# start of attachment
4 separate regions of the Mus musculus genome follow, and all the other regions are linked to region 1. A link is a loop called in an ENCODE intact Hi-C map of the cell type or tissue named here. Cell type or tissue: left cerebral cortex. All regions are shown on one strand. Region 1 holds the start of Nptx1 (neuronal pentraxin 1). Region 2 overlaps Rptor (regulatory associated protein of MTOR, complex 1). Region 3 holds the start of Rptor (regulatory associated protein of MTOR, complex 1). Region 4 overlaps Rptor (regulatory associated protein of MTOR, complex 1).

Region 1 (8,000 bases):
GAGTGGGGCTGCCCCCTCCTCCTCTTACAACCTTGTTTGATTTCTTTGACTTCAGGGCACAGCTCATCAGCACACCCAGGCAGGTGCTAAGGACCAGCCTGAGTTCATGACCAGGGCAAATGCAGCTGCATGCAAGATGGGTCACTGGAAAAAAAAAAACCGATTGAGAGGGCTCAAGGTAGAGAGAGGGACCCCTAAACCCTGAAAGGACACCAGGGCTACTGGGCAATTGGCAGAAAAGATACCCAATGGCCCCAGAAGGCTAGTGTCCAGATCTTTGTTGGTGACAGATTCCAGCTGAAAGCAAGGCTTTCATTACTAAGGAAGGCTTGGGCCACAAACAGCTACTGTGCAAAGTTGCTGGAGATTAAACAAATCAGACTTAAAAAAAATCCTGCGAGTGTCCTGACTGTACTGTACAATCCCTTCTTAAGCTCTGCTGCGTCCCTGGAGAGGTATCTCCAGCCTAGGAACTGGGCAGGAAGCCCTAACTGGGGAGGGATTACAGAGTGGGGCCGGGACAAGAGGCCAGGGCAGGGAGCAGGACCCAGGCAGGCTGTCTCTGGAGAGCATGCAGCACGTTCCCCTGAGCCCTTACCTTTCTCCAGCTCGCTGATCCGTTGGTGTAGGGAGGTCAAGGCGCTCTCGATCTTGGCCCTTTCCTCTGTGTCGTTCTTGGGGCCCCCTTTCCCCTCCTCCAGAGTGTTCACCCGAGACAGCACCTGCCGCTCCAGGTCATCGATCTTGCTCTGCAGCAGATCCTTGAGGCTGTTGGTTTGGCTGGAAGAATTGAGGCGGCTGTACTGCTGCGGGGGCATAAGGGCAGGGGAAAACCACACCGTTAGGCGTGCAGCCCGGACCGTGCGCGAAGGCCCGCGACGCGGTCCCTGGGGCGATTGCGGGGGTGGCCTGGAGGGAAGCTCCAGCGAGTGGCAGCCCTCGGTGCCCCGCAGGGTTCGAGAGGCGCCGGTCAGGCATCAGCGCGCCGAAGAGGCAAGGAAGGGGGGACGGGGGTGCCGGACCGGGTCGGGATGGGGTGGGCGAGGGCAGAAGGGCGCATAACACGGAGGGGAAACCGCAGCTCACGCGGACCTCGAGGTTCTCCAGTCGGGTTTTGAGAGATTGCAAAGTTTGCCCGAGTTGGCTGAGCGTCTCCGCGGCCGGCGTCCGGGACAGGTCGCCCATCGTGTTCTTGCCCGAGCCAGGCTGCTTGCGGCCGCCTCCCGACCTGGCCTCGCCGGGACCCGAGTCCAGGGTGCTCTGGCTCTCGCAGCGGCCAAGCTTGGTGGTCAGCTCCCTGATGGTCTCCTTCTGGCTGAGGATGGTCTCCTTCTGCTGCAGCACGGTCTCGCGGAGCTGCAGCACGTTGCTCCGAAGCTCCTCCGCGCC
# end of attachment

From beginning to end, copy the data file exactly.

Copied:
4 separate regions of the Mus musculus genome follow, and all the other regions are linked to region 1. A link is a loop called in an ENCODE intact Hi-C map of the cell type or tissue named here. Cell type or tissue: left cerebral cortex. All regions are shown on one strand. Region 1 holds the start of Nptx1 (neuronal pentraxin 1). Region 2 overlaps Rptor (regulatory associated protein of MTOR, complex 1). Region 3 holds the start of Rptor (regulatory associated protein of MTOR, complex 1). Region 4 overlaps Rptor (regulatory associated protein of MTOR, complex 1).

Region 1 (8,000 bases):
GAGTGGGGCTGCCCCCTCCTCCTCTTACAACCTTGTTTGATTTCTTTGACTTCAGGGCACAGCTCATCAGCACACCCAGGCAGGTGCTAAGGACCAGCCTGAGTTCATGACCAGGGCAAATGCAGCTGCATGCAAGATGGGTCACTGGAAAAAAAAAAACCGATTGAGAGGGCTCAAGGTAGAGAGAGGGACCCCTAAACCCTGAAAGGACACCAGGGCTACTGGGCAATTGGCAGAAAAGATACCCAATGGCCCCAGAAGGCTAGTGTCCAGATCTTTGTTGGTGACAGATTCCAGCTGAAAGCAAGGCTTTCATTACTAAGGAAGGCTTGGGCCACAAACAGCTACTGTGCAAAGTTGCTGGAGATTAAACAAATCAGACTTAAAAAAAATCCTGCGAGTGTCCTGACTGTACTGTACAATCCCTTCTTAAGCTCTGCTGCGTCCCTGGAGAGGTATCTCCAGCCTAGGAACTGGGCAGGAAGCCCTAACTGGGGAGGGATTACAGAGTGGGGCCGGGACAAGAGGCCAGGGCAGGGAGCAGGACCCAGGCAGGCTGTCTCTGGAGAGCATGCAGCACGTTCCCCTGAGCCCTTACCTTTCTCCAGCTCGCTGATCCGTTGGTGTAGGGAGGTCAAGGCGCTCTCGATCTTGGCCCTTTCCTCTGTGTCGTTCTTGGGGCCCCCTTTCCCCTCCTCCAGAGTGTTCACCCGAGACAGCACCTGCCGCTCCAGGTCATCGATCTTGCTCTGCAGCAGATCCTTGAGGCTGTTGGTTTGGCTGGAAGAATTGAGGCGGCTGTACTGCTGCGGGGGCATAAGGGCAGGGGAAAACCACACCGTTAGGCGTGCAGCCCGGACCGTGCGCGAAGGCCCGCGACGCGGTCCCTGGGGCGATTGCGGGGGTGGCCTGGAGGGAAGCTCCAGCGAGTGGCAGCCCTCGGTGCCCCGCAGGGTTCGAGAGGCGCCGGTCAGGCATCAGCGCGCCGAAGAGGCAAGGAAGGGGGGACGGGGGTGCCGGACCGGGTCGGGATGGGGTGGGCGAGGGCAGAAGGGCGCATAACACGGAGGGGAAACCGCAGCTCACGCGGACCTCGAGGTTCTCCAGTCGGGTTTTGAGAGATTGCAAAGTTTGCCCGAGTTGGCTGAGCGTCTCCGCGGCCGGCGTCCGGGACAGGTCGCCCATCGTGTTCTTGCCCGAGCCAGGCTGCTTGCGGCCGCCTCCCGACCTGGCCTCGCCGGGACCCGAGTCCAGGGTGCTCTGGCTCTCGCAGCGGCCAAGCTTGGTGGTCAGCTCCCTGATGGTCTCCTTCTGGCTGAGGATGGTCTCCTTCTGCTGCAGCACGGTCTCGCGGAGCTGCAGCACGTTGCTCCGAAGCTCCTCCGCGCC